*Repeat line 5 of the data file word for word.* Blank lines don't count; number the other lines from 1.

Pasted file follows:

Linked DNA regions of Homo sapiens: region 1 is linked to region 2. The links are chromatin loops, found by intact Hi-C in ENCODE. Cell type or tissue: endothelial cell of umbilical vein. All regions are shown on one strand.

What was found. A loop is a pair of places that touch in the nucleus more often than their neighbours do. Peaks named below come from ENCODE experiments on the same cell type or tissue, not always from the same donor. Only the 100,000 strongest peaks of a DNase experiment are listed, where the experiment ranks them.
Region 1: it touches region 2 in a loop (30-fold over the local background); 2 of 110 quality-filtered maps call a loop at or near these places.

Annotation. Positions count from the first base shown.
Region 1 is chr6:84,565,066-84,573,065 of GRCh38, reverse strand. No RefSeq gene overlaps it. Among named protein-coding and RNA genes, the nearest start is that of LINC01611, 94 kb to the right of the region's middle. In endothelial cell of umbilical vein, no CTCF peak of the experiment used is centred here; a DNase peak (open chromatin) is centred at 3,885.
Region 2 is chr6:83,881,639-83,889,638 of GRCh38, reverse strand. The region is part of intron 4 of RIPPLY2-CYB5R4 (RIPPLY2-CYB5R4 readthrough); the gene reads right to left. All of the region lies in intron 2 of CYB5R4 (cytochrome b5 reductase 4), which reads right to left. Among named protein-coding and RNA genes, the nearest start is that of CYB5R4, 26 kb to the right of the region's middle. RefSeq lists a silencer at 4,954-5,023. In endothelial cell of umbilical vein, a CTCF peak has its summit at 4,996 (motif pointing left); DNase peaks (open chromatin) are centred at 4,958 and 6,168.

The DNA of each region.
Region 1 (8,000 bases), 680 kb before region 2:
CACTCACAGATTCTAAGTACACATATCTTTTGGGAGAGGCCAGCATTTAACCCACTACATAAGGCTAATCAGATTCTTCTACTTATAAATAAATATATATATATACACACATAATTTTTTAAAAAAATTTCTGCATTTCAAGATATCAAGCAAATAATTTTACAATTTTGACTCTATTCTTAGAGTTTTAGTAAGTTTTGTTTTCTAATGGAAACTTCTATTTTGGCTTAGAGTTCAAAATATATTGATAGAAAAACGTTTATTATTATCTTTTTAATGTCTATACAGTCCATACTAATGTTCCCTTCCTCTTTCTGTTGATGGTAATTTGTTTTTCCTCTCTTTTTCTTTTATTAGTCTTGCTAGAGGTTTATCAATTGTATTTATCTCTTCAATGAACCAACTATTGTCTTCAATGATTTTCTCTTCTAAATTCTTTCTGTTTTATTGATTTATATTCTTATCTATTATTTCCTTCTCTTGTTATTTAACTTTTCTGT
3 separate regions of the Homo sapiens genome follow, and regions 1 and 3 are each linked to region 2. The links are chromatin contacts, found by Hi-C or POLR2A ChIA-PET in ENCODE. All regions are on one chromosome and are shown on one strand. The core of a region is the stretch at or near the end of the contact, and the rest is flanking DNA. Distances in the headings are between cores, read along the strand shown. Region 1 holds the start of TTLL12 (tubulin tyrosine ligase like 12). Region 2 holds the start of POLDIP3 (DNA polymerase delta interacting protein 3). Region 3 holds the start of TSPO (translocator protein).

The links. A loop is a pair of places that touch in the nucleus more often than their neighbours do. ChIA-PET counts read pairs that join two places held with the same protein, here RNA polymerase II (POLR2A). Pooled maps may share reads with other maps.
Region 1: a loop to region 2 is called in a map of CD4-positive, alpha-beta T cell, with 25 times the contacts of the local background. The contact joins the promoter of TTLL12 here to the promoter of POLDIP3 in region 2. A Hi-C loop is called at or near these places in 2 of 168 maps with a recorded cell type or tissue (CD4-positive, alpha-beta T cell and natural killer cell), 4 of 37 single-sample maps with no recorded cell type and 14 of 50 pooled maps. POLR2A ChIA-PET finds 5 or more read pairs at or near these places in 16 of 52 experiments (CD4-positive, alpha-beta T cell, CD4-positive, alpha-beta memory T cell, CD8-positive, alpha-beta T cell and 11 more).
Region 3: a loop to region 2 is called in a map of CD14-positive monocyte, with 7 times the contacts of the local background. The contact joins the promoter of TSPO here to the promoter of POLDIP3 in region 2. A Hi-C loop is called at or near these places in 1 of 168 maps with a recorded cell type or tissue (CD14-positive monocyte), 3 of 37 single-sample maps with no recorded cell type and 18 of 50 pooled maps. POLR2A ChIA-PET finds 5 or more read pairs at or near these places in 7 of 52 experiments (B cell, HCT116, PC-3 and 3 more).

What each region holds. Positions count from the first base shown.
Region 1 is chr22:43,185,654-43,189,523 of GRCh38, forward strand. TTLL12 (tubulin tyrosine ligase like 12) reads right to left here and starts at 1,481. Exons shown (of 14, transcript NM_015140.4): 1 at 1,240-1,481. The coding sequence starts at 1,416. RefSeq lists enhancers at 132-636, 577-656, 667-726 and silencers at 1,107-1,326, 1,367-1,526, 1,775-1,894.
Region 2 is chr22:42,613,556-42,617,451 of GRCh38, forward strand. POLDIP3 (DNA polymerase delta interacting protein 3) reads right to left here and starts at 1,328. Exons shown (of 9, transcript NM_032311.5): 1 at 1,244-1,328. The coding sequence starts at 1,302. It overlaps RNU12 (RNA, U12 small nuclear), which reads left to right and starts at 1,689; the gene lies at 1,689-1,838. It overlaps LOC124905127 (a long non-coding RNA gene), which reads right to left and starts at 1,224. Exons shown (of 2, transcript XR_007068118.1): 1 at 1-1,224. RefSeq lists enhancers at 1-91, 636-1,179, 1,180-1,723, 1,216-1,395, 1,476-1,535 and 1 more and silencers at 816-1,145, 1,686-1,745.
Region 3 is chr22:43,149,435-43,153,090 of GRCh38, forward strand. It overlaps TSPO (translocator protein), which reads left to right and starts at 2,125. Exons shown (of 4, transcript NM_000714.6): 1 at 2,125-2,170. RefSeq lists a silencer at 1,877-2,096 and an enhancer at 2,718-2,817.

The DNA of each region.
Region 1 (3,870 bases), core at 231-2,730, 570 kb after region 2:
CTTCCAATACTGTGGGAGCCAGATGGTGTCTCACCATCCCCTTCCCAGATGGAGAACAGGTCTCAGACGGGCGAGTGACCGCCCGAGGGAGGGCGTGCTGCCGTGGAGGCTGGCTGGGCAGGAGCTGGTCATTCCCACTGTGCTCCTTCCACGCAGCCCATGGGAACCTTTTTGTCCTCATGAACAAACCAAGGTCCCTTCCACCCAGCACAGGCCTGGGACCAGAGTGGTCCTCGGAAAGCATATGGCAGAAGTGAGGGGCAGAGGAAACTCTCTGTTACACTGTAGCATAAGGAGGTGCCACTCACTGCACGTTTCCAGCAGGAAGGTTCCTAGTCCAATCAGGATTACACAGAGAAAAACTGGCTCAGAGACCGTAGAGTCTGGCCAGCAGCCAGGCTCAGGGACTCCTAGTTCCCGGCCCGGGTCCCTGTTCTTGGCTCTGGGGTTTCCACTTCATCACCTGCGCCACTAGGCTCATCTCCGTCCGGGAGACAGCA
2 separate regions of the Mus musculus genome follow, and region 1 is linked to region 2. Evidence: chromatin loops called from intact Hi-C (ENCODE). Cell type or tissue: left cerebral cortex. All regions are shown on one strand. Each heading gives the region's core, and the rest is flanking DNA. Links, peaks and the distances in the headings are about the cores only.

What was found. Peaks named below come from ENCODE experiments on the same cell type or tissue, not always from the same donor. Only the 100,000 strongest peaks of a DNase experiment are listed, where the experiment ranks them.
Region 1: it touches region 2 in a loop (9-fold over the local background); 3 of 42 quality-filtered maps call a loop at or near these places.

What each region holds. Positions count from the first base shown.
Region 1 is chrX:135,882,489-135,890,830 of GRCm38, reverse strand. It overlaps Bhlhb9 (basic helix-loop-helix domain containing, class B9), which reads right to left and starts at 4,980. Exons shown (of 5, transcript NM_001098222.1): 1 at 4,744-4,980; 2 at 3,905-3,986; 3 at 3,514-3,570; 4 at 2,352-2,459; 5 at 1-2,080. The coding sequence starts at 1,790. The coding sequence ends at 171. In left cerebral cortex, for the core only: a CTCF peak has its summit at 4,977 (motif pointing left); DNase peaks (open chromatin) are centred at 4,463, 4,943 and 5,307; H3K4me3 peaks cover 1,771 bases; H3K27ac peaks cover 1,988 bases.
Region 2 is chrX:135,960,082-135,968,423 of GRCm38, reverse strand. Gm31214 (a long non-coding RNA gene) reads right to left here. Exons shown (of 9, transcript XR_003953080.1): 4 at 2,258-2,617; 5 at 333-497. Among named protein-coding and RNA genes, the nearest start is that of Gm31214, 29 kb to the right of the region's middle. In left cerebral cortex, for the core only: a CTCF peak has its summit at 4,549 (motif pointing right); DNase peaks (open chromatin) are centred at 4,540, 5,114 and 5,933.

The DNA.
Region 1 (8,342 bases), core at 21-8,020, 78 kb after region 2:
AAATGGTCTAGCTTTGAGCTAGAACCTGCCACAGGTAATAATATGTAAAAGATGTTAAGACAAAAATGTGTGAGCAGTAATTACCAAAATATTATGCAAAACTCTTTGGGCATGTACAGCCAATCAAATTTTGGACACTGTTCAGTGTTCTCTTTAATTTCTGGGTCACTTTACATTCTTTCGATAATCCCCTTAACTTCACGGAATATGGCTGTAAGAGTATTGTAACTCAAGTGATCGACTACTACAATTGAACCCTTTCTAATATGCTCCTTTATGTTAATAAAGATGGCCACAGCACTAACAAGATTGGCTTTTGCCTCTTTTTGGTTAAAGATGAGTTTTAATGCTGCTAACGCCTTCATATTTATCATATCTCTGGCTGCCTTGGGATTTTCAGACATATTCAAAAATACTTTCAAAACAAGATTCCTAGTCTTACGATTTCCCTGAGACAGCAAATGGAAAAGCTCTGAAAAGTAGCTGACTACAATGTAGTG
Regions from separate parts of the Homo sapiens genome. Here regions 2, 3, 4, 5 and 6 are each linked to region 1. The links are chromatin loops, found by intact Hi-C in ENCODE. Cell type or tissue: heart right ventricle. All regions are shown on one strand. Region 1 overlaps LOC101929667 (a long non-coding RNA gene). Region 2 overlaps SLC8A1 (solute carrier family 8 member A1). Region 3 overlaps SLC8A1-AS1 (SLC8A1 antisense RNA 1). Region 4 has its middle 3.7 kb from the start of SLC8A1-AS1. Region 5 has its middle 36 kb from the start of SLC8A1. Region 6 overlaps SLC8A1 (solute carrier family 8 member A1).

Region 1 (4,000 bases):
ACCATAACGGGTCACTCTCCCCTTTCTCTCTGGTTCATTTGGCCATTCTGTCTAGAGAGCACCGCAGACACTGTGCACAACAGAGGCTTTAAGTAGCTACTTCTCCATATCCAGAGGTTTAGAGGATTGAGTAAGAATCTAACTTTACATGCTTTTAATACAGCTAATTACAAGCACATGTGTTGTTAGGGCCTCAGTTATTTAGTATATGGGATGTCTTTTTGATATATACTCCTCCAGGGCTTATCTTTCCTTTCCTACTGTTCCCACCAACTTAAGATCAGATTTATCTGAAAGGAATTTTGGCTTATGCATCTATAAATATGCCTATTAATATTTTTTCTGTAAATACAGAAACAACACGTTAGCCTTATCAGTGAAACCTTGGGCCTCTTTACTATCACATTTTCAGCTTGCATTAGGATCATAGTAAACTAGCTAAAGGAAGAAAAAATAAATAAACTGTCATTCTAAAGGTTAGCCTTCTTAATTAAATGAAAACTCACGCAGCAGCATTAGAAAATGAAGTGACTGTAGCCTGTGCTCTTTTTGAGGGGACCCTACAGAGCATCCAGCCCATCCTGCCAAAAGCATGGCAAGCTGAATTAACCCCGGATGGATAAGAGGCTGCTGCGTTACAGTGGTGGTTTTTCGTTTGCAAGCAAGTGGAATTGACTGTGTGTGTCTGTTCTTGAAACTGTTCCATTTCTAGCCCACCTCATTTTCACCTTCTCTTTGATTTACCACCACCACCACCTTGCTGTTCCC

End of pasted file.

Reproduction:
Region 1 is chr6:84,565,066-84,573,065 of GRCh38, reverse strand. No RefSeq gene overlaps it. Among named protein-coding and RNA genes, the nearest start is that of LINC01611, 94 kb to the right of the region's middle. In endothelial cell of umbilical vein, no CTCF peak of the experiment used is centred here; a DNase peak (open chromatin) is centred at 3,885.